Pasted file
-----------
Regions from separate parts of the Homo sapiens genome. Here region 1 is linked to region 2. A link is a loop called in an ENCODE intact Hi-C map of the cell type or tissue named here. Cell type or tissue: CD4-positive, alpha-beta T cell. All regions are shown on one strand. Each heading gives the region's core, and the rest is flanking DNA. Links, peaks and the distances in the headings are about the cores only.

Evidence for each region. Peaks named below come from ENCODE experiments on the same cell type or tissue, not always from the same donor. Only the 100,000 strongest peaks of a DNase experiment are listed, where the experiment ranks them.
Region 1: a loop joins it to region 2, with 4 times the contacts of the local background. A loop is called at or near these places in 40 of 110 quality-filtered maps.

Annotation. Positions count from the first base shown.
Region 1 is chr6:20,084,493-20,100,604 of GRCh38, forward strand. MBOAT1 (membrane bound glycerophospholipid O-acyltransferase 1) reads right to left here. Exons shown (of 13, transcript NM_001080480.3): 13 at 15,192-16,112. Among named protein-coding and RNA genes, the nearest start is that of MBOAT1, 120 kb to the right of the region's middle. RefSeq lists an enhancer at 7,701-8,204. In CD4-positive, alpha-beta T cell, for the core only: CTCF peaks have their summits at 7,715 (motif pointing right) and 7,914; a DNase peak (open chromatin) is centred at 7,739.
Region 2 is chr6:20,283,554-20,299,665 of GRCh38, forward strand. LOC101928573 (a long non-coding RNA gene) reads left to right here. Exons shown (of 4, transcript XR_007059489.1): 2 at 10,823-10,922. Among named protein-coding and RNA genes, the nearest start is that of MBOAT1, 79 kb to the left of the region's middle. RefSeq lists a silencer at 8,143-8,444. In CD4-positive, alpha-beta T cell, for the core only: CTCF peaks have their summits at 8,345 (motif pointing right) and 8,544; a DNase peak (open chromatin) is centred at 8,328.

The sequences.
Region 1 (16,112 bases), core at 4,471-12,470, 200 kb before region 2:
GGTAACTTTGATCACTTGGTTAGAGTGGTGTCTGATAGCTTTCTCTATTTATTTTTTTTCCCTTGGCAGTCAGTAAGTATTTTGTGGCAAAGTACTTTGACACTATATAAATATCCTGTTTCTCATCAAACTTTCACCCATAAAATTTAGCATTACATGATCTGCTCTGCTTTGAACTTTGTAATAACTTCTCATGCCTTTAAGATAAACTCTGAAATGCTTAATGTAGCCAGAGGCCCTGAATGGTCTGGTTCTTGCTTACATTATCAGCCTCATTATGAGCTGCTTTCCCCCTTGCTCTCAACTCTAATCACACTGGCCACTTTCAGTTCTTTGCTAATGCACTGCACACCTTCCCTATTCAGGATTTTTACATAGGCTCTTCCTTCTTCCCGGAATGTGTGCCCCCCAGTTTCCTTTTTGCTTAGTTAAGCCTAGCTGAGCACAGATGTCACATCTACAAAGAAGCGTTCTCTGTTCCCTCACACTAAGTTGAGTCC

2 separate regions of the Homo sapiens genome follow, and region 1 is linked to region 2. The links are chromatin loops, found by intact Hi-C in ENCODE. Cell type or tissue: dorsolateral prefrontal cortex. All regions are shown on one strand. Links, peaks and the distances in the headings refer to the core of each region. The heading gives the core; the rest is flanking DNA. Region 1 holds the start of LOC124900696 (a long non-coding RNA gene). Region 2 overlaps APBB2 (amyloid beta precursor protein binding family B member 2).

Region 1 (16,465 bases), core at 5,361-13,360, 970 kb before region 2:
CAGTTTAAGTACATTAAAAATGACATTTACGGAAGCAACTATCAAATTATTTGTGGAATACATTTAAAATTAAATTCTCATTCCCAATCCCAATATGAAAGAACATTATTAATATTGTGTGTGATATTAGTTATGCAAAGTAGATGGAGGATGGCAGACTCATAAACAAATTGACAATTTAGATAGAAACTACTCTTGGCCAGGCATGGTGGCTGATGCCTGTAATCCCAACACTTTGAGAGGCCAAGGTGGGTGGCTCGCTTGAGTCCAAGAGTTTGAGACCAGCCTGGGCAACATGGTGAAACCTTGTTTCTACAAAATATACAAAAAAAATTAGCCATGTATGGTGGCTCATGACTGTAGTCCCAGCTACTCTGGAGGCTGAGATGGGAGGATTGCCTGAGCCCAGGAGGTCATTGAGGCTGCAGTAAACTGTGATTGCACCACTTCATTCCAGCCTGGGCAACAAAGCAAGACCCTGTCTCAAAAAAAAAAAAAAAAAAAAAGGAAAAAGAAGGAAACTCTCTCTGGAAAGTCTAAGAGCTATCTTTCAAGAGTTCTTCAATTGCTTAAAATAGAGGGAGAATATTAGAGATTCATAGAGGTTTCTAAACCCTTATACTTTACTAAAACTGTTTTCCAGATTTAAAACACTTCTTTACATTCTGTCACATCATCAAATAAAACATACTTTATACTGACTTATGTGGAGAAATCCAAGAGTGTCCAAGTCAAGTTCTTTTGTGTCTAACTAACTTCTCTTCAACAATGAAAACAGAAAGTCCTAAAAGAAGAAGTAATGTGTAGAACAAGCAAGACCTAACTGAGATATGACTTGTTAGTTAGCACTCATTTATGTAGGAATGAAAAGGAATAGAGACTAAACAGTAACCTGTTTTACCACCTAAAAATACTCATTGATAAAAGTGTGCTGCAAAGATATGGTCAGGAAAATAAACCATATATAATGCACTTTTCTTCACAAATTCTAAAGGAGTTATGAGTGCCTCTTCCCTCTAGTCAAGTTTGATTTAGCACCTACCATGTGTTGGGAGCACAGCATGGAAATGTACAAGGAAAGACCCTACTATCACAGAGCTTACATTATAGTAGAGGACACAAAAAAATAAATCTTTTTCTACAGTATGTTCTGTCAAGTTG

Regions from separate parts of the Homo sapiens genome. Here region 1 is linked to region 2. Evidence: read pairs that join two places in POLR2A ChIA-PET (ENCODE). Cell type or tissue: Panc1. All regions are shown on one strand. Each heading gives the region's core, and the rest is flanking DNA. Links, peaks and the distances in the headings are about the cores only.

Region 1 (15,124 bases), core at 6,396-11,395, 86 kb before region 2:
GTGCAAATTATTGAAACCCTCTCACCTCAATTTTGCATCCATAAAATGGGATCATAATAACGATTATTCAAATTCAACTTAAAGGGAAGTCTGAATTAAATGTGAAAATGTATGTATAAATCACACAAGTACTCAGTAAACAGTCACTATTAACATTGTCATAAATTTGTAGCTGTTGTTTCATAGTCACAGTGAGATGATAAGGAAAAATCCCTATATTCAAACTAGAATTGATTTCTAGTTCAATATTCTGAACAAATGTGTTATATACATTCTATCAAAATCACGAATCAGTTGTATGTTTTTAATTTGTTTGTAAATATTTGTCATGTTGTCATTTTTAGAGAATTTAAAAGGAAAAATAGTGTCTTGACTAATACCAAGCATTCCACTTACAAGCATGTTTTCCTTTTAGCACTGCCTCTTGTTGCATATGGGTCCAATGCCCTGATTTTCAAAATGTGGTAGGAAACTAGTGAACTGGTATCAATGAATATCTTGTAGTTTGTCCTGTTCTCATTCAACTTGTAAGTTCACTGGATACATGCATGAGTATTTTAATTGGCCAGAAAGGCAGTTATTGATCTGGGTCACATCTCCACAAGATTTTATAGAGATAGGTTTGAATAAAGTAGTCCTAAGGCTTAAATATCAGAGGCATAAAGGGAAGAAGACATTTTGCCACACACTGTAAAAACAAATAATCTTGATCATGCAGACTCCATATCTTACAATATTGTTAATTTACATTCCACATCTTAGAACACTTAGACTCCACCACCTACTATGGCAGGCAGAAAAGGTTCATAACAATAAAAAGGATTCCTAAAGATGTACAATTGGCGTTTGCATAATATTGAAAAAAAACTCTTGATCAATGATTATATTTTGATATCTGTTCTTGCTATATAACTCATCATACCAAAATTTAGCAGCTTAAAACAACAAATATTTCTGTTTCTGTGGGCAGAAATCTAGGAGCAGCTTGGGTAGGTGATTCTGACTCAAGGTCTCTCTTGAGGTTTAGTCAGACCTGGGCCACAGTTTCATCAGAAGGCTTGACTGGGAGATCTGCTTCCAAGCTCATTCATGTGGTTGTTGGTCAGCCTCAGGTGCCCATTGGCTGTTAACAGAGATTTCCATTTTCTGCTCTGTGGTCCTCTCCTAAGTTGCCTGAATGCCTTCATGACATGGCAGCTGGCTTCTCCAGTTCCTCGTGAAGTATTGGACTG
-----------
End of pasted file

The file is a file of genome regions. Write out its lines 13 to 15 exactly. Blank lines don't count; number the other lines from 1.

Regions from separate parts of the Homo sapiens genome. Here region 1 is linked to region 2. Evidence: read pairs that join two places in POLR2A ChIA-PET (ENCODE). Cell type or tissue: Panc1. All regions are shown on one strand. Each heading gives the region's core, and the rest is flanking DNA. Links, peaks and the distances in the headings are about the cores only.

Region 1 (15,124 bases), core at 6,396-11,395, 86 kb before region 2:
GTGCAAATTATTGAAACCCTCTCACCTCAATTTTGCATCCATAAAATGGGATCATAATAACGATTATTCAAATTCAACTTAAAGGGAAGTCTGAATTAAATGTGAAAATGTATGTATAAATCACACAAGTACTCAGTAAACAGTCACTATTAACATTGTCATAAATTTGTAGCTGTTGTTTCATAGTCACAGTGAGATGATAAGGAAAAATCCCTATATTCAAACTAGAATTGATTTCTAGTTCAATATTCTGAACAAATGTGTTATATACATTCTATCAAAATCACGAATCAGTTGTATGTTTTTAATTTGTTTGTAAATATTTGTCATGTTGTCATTTTTAGAGAATTTAAAAGGAAAAATAGTGTCTTGACTAATACCAAGCATTCCACTTACAAGCATGTTTTCCTTTTAGCACTGCCTCTTGTTGCATATGGGTCCAATGCCCTGATTTTCAAAATGTGGTAGGAAACTAGTGAACTGGTATCAATGAATATCTTGTAGTTTGTCCTGTTCTCATTCAACTTGTAAGTTCACTGGATACATGCATGAGTATTTTAATTGGCCAGAAAGGCAGTTATTGATCTGGGTCACATCTCCACAAGATTTTATAGAGATAGGTTTGAATAAAGTAGTCCTAAGGCTTAAATATCAGAGGCATAAAGGGAAGAAGACATTTTGCCACACACTGTAAAAACAAATAATCTTGATCATGCAGACTCCATATCTTACAATATTGTTAATTTACATTCCACATCTTAGAACACTTAGACTCCACCACCTACTATGGCAGGCAGAAAAGGTTCATAACAATAAAAAGGATTCCTAAAGATGTACAATTGGCGTTTGCATAATATTGAAAAAAAACTCTTGATCAATGATTATATTTTGATATCTGTTCTTGCTATATAACTCATCATACCAAAATTTAGCAGCTTAAAACAACAAATATTTCTGTTTCTGTGGGCAGAAATCTAGGAGCAGCTTGGGTAGGTGATTCTGACTCAAGGTCTCTCTTGAGGTTTAGTCAGACCTGGGCCACAGTTTCATCAGAAGGCTTGACTGGGAGATCTGCTTCCAAGCTCATTCATGTGGTTGTTGGTCAGCCTCAGGTGCCCATTGGCTGTTAACAGAGATTTCCATTTTCTGCTCTGTGGTCCTCTCCTAAGTTGCCTGAATGCCTTCATGACATGGCAGCTGGCTTCTCCAGTTCCTCGTGAAGTATTGGACTG